Select Page

A Taste of Nepal.

A Taste of Nepal.

A Taste of Nepal.
Kathmandu has some amazing sights around every corner.
Sights, sounds, smells, and tastes all make up the delicious, myriad, flavour of Nepal. Although not all of the smells are that delicious!
I arrived in the permanently chaotic Kathmandu a little under three weeks ago, and it’s been a blast. So much so that I haven’t yet extricated myself out to the high mountains for some much needed altitude acclimation. The trails around the Kathmandu Valley rim are perfect for training, and the hub-bub of Thamel has been perfect for relaxing and having fun. The weather is warm (although the locals seem to disagree with me on that; 16-20 degrees Celsius is considered Winter in KTM. That’s what we call Summer in England!) and the trails are dry.

My flights in with Etihad went smoothly and, at the last minute, I managed to secure a ridiculously cheap business class upgrade for the second leg from Abu Dhabi to KTM. Talk about luxury! It was my first, and most probably last, experience of business class travel; oh how the other half live! Notwithstanding the outrageous leg room and attentive hostesses, it was the Smoked Salmon & Shrimp Carpaccio starter followed by a mouth-watering fillet of Nile Perch that clinched it for me! Forever shall I dream of that moment whilst, scrunched up in Economy, I wonder what it is that resembles food in front of me.

Kathmandu, however, as opposed to the serenity of Business Class, is a whirling dervish; and I love it. My guess is, considering that this is my fourth trip to Nepal in Two years, that you already know this! The only proverbial fly in the ointment is the crippling pollution and I’ve already started to develop “The Kathmandu Cough”. It’s probably time for me to head to the purified air of the high Himalaya for a while to reset the balance.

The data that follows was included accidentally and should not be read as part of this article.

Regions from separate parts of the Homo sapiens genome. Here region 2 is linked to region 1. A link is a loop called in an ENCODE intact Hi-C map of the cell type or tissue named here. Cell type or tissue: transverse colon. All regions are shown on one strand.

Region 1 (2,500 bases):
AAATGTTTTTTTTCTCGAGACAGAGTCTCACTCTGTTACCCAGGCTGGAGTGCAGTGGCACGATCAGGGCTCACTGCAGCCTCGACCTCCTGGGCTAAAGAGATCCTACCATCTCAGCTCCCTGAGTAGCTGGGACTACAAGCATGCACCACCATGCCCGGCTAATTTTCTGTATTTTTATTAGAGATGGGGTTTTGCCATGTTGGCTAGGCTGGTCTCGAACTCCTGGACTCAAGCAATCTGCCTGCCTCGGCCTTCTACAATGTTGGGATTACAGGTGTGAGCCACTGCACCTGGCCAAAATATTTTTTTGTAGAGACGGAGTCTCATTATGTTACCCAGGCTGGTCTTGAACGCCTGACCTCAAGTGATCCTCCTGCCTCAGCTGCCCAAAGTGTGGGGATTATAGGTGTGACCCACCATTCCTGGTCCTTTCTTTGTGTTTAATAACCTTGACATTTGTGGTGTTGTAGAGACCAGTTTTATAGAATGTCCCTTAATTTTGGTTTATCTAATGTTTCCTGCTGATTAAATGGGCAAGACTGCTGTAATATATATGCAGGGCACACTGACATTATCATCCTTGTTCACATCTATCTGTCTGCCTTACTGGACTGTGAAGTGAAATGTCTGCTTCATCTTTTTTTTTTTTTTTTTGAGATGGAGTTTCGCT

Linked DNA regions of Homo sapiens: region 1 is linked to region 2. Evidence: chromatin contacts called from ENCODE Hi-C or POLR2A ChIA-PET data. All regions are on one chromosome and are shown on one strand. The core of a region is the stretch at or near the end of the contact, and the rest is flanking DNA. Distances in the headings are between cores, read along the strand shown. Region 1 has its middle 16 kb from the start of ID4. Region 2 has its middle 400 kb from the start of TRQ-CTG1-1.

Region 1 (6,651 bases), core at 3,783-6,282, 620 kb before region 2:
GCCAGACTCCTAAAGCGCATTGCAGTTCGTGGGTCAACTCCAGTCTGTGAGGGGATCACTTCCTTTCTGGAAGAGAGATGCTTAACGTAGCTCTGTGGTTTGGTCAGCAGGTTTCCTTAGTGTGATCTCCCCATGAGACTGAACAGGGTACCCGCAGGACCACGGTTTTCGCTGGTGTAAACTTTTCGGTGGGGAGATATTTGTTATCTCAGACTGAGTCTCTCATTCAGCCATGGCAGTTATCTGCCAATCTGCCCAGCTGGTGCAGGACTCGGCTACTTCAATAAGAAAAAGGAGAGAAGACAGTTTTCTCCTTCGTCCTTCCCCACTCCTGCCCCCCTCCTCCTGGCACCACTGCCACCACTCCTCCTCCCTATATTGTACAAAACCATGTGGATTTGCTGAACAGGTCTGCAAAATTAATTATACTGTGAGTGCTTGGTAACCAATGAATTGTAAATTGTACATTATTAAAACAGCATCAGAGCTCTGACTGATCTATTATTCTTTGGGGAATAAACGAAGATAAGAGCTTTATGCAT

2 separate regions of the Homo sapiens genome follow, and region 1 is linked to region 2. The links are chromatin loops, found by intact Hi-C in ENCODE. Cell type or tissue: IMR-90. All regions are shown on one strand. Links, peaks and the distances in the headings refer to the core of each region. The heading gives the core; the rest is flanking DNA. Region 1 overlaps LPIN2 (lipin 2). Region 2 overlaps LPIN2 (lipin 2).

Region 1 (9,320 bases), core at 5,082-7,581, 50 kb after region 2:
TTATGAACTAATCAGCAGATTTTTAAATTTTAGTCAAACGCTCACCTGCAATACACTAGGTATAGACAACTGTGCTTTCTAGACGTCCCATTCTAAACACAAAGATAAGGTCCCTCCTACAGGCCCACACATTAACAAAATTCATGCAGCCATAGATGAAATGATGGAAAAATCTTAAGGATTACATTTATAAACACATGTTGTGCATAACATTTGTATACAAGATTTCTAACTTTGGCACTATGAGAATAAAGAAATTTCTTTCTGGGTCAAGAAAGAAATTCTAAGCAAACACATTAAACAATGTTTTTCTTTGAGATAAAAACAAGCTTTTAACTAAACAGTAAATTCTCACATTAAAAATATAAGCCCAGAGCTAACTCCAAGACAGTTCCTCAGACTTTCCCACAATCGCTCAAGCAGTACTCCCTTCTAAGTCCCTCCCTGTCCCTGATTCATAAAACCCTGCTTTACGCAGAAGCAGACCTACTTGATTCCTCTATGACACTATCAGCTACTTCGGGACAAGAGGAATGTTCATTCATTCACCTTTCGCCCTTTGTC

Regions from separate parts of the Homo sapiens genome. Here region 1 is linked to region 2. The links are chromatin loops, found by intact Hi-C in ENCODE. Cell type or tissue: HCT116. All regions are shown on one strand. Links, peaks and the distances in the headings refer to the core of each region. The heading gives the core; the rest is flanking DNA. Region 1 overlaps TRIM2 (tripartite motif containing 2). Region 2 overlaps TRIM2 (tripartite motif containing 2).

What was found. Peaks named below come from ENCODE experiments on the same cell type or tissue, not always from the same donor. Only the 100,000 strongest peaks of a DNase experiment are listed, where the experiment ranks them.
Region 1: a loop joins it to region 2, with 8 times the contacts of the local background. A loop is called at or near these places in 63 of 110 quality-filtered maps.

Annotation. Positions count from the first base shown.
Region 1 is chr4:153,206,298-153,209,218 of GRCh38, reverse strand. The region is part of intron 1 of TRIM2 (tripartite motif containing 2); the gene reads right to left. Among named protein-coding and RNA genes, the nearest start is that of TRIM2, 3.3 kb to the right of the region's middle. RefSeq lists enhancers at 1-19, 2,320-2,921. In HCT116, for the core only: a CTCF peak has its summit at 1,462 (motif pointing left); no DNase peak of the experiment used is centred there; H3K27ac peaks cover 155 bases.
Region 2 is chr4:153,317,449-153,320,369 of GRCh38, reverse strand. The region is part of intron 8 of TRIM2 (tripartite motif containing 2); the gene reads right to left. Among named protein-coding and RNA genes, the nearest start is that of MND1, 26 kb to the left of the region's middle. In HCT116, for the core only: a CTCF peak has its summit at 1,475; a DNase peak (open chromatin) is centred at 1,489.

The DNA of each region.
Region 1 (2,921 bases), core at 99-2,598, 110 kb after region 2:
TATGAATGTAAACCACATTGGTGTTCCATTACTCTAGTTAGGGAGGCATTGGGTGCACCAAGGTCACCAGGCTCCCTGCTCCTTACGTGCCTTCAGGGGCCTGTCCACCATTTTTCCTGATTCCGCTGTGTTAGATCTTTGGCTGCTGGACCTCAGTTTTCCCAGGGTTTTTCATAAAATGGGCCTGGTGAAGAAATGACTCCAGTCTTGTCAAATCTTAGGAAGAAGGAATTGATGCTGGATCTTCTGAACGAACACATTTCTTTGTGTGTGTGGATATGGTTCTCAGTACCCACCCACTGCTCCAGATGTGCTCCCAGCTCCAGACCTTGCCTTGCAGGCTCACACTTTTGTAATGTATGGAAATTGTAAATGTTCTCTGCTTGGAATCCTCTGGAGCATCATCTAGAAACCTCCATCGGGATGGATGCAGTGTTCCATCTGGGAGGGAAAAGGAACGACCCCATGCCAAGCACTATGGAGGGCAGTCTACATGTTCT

High above a smog filled Kathmandu Valley


I have ventured a little higher. Lovely Laxmi Magar (who’s entry in to Yak Attack I have helped to sponsor along with generous friends) guided me out to Simbhanjyang, sitting at 2488m above sea-level, a ride of about 65km. We returned the following day via a different route to complete the circle. The views in the early morning light of our second day where breath-taking.

Earlier in the day we cycled across the dam wall you can see below!
Laxmi nearing the top of yet another climb.
The final push towards Simbhanjyang took us through a beautiful forested glade.

In fact I ventured higher on my third day here. The Kathmandu Trail Race took place in The Shivapuri National Park and I, sensibly for once, entered the 27km event (as opposed to the”proper” 50km Ultra race). It proved to be a wise decision because it was hard as hell! Aside from the fact that I hadn’t run any where near that distance for over two months, it was the initial climb of 1100 metres (vertical gain) up steep steps that split the field. I also really struggled with jet-lag for some reason this time, it’s not something that usually troubles me when flying West to East but arriving at the start line with two hours sleep in the bag made it tough. I’m still not sure if I went wrong somewhere and ran farther, it certainly felt like it. A number of other runners used GPS devices and several logged in excess of 37kms. If I did run the correct course then it was the hardest 27kms I’ve ever run. It was a fantastic event, great climbs & descents, and technical, differing, surfaces all the way to the finish line. In fact it was so good that even the legendary British Ultra-runner Lizzie Hawker turned up and promptly showed everyone how it’s really done.


Volunteers organising The Kathmandu Trail Race registration area.

Other than riding my bike quite a lot I have spent much of my time either hanging out at bike shops or eating. I like doing both. And Kathmandu is a great place to eat, especially so if you like spicy food. The generous application of chillies, capsicum, and other peppers make your lips tingle just as much as your tastebuds.